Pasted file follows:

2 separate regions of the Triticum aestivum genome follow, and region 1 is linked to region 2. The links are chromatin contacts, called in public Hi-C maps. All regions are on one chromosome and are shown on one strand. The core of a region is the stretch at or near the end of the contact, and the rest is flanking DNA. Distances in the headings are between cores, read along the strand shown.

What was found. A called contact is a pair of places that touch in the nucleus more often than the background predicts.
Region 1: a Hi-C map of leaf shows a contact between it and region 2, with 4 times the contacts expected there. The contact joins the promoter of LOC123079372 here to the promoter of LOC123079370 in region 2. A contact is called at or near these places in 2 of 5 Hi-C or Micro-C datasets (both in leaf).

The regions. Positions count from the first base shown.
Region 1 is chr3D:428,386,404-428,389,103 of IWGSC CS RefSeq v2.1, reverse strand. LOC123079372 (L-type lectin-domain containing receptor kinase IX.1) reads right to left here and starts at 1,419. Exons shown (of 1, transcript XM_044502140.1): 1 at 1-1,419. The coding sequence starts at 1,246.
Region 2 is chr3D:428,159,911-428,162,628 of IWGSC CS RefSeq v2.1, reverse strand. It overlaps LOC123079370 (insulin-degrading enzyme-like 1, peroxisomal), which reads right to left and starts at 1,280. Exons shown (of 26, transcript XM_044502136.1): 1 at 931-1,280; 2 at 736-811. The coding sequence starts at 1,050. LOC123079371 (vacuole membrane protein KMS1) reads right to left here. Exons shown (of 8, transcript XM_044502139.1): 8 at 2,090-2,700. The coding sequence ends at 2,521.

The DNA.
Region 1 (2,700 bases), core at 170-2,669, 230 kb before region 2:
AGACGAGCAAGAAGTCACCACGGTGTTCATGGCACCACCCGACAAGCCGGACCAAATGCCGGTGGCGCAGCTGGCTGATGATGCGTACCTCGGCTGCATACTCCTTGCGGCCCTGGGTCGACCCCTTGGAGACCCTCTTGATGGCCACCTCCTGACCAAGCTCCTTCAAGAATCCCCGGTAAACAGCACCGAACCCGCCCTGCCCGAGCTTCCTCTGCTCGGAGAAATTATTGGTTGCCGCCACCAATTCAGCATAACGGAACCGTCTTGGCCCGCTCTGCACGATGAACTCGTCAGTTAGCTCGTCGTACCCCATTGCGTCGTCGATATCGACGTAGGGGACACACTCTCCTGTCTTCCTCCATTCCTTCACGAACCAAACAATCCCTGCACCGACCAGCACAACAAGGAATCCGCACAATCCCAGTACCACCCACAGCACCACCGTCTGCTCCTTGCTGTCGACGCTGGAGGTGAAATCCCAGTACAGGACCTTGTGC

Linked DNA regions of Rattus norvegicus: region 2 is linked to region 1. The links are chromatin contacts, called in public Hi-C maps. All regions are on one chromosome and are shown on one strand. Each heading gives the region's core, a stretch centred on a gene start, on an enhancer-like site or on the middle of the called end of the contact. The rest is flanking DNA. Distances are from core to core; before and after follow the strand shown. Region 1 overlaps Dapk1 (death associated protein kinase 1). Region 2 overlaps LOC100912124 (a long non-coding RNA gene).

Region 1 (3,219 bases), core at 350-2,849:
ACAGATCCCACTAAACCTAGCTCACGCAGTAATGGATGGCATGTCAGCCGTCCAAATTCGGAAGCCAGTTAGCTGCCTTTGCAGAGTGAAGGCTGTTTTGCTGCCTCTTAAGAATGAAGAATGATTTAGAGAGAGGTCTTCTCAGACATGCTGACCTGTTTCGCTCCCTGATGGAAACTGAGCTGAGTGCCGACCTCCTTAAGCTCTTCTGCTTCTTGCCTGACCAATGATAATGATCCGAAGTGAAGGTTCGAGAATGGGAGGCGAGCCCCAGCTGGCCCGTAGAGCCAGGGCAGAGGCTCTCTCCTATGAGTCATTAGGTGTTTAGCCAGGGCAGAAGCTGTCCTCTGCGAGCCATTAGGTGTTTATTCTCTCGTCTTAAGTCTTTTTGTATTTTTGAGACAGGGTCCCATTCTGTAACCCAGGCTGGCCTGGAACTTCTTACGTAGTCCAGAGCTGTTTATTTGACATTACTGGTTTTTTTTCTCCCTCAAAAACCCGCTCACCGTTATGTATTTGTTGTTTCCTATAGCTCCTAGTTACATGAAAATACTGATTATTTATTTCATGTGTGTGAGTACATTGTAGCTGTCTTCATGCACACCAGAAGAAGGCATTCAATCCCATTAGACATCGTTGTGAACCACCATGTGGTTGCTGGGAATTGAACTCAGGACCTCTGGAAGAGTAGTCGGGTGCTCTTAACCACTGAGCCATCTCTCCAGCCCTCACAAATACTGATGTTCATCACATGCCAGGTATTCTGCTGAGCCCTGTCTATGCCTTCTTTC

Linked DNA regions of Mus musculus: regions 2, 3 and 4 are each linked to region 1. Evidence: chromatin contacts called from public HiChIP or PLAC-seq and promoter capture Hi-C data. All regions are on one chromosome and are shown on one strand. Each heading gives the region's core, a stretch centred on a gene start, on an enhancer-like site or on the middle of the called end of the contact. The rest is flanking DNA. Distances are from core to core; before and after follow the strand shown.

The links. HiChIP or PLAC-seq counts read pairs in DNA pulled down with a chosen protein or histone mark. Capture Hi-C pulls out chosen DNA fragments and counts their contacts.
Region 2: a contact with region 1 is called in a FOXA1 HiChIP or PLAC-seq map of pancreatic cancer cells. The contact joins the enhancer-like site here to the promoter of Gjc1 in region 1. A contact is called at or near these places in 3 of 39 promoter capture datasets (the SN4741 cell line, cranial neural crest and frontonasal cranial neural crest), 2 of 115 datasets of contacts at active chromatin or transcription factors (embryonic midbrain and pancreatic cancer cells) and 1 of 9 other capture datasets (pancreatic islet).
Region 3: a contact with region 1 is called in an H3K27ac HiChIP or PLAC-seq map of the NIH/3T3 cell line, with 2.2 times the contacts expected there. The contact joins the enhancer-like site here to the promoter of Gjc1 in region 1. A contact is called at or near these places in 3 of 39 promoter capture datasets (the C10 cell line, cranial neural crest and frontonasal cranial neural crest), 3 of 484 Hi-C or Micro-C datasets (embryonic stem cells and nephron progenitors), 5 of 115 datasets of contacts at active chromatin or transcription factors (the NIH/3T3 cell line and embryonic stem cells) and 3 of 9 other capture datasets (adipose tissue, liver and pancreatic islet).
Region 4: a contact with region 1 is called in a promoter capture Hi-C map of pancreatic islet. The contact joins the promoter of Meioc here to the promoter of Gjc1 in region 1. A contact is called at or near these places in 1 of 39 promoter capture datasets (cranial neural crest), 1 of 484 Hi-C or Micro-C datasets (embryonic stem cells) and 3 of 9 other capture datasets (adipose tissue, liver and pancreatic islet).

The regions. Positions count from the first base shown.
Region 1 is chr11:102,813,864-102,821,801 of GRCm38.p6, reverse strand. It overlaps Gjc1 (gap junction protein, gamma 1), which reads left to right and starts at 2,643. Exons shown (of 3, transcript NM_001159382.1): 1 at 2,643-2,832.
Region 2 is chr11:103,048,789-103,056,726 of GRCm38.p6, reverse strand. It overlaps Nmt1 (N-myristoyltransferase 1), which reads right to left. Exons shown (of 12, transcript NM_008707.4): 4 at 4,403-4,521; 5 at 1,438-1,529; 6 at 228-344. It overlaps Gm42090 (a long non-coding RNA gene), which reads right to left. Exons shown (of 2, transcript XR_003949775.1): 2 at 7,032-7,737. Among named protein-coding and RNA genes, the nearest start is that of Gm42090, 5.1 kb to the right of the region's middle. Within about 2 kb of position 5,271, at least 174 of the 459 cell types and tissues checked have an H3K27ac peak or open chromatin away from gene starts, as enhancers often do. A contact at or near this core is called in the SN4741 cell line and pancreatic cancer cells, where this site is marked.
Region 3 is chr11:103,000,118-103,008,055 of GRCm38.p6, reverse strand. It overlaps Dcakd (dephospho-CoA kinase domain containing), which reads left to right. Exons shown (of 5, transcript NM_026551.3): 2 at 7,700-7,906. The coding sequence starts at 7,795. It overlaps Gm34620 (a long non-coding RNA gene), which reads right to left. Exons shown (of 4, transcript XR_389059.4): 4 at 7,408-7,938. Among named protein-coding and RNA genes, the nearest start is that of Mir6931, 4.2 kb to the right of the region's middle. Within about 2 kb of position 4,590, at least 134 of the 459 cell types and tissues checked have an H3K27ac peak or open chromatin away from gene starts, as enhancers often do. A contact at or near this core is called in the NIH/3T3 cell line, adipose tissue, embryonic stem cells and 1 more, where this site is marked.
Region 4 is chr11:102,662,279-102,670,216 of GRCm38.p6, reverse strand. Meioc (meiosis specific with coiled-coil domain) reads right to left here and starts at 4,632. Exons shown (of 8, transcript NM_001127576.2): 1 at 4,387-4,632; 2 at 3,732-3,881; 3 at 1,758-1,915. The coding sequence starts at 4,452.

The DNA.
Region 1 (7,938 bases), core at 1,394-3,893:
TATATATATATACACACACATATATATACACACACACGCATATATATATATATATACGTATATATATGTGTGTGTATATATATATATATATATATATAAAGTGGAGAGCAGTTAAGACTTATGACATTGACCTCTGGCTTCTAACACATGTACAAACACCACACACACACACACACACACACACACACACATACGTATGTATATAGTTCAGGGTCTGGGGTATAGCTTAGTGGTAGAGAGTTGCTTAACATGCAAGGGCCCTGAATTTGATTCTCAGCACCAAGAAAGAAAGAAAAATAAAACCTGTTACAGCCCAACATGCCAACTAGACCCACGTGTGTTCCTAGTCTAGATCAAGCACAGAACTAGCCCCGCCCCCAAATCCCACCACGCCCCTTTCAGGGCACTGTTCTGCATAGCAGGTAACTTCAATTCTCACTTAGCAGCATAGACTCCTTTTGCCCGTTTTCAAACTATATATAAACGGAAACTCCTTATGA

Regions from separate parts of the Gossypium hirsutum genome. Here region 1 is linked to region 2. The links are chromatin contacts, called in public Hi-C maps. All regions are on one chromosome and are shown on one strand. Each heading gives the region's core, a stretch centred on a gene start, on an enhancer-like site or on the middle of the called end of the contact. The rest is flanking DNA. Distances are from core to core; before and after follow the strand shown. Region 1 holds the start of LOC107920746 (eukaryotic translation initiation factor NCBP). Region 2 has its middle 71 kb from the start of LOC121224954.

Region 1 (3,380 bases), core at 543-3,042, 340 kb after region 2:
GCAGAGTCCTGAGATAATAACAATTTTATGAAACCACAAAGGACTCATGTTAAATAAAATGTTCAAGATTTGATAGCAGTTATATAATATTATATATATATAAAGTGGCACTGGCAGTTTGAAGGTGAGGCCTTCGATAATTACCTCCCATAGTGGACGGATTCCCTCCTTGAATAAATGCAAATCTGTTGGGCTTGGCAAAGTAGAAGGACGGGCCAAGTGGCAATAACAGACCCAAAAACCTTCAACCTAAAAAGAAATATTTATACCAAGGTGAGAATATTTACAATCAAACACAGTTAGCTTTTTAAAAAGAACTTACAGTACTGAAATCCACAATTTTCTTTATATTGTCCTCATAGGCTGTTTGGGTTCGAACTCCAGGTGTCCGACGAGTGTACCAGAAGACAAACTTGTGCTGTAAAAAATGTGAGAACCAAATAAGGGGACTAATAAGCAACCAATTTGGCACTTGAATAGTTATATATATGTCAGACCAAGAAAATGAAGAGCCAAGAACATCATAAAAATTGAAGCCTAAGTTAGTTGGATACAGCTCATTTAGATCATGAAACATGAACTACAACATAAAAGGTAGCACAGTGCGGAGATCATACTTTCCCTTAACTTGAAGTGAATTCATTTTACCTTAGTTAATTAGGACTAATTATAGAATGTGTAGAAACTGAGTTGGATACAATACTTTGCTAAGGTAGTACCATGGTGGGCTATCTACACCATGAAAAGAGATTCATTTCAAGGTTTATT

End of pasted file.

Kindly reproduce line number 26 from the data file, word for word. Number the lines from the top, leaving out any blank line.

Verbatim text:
Regions from separate parts of the Gossypium hirsutum genome. Here region 1 is linked to region 2. The links are chromatin contacts, called in public Hi-C maps. All regions are on one chromosome and are shown on one strand. Each heading gives the region's core, a stretch centred on a gene start, on an enhancer-like site or on the middle of the called end of the contact. The rest is flanking DNA. Distances are from core to core; before and after follow the strand shown. Region 1 holds the start of LOC107920746 (eukaryotic translation initiation factor NCBP). Region 2 has its middle 71 kb from the start of LOC121224954.